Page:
But the play doesn't just stay at home, venturing in its mid-section into the streets of contested Basra. The director, Maria Aberg, does a fine job of putting the feel of the Iraq war, the claustrophobia of house-to-house urban warfare, into the small Tricycle stage. And if the swirling energy sometimes overwhelms individual words and lines, well that scarcely matters in the context. The cast, as you'd expect from the RSC, are an excellent ensemble, in sharp and controlled form.
Roy Williams' script is lightning fast, and you can feel that he loves his characters even if he often doesn't like them, feelings audience members are likely to share. If there's one aspect that grates, it is an odd, much-highlighted succession of references to angels, a theme that just fails to gel.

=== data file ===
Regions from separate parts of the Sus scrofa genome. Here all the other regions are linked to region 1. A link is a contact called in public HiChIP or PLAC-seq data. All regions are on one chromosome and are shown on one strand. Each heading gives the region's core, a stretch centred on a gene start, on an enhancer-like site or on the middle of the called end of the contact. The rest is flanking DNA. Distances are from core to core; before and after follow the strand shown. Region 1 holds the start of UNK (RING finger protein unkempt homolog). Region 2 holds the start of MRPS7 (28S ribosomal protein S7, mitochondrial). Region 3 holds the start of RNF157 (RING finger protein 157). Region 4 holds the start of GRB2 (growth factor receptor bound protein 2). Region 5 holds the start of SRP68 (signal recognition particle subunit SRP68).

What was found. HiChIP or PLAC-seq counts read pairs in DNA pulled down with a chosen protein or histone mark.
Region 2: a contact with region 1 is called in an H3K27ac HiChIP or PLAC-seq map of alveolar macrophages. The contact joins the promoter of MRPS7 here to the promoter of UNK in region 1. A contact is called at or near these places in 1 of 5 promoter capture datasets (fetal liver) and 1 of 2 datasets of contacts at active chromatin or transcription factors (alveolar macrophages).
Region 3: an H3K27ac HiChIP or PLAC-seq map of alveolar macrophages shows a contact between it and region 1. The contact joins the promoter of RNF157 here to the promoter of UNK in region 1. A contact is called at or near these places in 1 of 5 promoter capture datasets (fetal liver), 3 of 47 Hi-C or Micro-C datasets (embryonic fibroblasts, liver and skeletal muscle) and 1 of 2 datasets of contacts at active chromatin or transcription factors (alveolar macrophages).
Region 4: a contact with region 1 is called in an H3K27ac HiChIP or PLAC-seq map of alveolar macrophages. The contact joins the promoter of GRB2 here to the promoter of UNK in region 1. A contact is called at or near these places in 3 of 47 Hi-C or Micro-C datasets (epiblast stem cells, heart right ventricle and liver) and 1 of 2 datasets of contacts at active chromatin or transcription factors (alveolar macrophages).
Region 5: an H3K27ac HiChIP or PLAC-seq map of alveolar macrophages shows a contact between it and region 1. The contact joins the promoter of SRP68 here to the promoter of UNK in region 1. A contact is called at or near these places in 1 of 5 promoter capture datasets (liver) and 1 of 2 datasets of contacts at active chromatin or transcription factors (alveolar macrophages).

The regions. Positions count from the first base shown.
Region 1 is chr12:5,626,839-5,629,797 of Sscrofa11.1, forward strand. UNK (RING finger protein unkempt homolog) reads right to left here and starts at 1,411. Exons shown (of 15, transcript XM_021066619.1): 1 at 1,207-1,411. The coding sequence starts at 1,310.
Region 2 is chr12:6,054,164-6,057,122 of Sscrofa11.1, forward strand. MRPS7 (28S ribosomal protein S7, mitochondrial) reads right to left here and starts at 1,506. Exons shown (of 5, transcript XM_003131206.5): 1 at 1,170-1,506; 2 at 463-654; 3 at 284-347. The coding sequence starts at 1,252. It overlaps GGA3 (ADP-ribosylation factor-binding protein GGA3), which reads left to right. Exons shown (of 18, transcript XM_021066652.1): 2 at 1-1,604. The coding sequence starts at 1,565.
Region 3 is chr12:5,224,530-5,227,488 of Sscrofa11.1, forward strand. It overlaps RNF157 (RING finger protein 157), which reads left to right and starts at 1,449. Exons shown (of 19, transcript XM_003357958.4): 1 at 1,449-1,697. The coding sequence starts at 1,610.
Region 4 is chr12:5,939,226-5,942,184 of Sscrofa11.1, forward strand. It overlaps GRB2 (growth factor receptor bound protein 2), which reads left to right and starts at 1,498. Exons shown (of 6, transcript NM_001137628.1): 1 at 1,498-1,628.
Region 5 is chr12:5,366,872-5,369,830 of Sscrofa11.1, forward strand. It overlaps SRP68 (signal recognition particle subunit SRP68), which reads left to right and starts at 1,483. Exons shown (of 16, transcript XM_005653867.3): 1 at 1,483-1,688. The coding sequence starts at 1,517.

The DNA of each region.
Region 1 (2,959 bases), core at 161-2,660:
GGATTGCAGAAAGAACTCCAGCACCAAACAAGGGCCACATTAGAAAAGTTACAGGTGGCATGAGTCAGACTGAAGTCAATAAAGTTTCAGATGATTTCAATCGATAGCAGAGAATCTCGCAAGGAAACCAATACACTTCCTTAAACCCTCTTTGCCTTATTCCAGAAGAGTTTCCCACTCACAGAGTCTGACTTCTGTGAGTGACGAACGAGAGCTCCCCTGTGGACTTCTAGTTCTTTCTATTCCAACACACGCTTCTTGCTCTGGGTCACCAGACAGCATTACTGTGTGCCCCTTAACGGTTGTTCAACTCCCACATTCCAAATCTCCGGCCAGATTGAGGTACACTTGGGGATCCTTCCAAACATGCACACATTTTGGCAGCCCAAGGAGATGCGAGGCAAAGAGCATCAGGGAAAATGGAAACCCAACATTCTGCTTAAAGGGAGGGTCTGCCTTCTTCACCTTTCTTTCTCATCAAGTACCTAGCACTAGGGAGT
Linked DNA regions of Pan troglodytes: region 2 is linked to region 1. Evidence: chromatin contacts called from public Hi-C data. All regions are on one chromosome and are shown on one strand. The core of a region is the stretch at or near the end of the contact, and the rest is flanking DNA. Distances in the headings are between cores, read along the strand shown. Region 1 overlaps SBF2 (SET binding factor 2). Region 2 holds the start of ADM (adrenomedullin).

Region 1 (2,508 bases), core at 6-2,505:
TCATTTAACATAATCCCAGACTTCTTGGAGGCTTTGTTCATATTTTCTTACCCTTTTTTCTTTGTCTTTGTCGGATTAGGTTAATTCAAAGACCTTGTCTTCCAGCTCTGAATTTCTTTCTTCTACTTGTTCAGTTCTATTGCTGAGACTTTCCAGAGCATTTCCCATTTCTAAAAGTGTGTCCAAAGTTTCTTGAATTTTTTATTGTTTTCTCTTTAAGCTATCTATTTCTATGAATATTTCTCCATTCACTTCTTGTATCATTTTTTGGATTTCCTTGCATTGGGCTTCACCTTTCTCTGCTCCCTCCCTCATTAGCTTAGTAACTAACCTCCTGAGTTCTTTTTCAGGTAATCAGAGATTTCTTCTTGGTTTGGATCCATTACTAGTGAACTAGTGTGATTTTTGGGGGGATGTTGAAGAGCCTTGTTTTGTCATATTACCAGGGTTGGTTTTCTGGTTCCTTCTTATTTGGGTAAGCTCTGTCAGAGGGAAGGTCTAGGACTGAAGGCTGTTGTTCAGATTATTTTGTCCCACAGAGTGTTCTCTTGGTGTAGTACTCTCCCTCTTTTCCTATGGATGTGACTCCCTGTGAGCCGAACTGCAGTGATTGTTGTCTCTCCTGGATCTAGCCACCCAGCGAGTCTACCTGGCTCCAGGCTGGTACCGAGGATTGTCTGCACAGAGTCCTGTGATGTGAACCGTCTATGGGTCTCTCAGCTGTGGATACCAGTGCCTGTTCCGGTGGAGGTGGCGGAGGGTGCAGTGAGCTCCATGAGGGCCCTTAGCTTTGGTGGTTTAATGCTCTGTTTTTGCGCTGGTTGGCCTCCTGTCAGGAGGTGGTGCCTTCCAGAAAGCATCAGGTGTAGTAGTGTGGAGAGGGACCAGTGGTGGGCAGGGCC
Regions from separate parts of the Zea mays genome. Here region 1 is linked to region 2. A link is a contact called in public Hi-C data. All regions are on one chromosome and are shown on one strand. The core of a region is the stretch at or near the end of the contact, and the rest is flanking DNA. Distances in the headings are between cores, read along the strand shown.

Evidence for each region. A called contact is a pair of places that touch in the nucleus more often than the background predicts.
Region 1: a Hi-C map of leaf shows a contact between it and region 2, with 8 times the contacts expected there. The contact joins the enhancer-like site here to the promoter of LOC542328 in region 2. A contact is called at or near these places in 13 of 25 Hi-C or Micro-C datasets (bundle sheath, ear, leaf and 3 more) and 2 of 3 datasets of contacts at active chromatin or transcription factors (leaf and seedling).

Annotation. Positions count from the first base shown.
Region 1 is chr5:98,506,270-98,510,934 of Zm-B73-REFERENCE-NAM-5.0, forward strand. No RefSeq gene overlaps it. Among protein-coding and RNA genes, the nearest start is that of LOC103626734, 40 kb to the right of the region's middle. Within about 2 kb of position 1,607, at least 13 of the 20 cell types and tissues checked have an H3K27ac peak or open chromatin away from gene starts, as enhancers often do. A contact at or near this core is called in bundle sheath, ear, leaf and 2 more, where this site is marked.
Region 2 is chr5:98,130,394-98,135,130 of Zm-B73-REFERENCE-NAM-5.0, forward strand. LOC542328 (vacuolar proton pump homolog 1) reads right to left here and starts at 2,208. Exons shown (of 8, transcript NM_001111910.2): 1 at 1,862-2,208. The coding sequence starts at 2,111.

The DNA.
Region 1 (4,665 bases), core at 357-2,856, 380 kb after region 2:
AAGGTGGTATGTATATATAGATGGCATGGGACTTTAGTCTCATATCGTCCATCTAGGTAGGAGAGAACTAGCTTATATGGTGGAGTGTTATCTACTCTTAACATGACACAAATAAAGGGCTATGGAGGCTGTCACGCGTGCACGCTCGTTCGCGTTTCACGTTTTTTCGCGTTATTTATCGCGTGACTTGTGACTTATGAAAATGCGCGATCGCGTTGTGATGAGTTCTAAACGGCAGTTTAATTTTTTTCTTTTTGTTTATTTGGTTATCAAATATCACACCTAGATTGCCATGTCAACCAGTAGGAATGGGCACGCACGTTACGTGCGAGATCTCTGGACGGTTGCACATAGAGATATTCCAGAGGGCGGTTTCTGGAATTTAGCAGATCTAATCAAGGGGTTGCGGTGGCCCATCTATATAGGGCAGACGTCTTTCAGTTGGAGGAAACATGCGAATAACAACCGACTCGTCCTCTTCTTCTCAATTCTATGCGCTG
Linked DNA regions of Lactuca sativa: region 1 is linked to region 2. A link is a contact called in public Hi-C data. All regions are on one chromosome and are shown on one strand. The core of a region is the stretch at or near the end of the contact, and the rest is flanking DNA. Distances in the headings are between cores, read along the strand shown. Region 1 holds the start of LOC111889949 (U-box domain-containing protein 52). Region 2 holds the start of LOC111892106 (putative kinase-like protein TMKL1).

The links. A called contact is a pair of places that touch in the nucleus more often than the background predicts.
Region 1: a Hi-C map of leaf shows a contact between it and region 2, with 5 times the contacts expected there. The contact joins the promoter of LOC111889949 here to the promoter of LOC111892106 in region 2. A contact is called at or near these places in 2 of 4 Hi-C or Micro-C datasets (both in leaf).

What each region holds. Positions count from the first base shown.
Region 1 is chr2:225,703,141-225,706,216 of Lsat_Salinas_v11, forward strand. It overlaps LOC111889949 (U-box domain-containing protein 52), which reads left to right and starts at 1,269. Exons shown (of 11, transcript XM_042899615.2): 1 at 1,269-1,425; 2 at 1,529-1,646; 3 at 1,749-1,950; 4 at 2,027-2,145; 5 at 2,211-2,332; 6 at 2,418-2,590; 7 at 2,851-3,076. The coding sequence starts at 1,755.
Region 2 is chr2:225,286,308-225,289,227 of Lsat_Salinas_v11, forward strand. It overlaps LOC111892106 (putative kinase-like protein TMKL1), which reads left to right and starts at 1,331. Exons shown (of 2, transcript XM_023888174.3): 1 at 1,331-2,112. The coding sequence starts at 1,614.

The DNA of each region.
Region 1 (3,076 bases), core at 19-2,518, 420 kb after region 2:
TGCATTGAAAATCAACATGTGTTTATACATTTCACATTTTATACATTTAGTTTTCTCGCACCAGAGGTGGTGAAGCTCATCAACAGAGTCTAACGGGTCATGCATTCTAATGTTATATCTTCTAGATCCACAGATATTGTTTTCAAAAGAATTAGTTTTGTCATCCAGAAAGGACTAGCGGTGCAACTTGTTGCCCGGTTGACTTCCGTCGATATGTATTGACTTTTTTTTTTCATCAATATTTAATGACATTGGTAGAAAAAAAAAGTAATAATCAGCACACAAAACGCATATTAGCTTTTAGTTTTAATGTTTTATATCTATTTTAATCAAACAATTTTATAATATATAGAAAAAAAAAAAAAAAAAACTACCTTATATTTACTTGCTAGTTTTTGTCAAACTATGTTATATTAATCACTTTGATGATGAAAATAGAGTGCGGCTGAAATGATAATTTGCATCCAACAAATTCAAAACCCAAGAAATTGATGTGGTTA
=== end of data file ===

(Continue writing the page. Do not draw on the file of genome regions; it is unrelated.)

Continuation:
The ongoing Iraq war is a subject sure to be revisited again and again in coming years, and the definitive "play of the war" has yet to be written. Days of Significance isn't it - but it is an honourable member of the cast.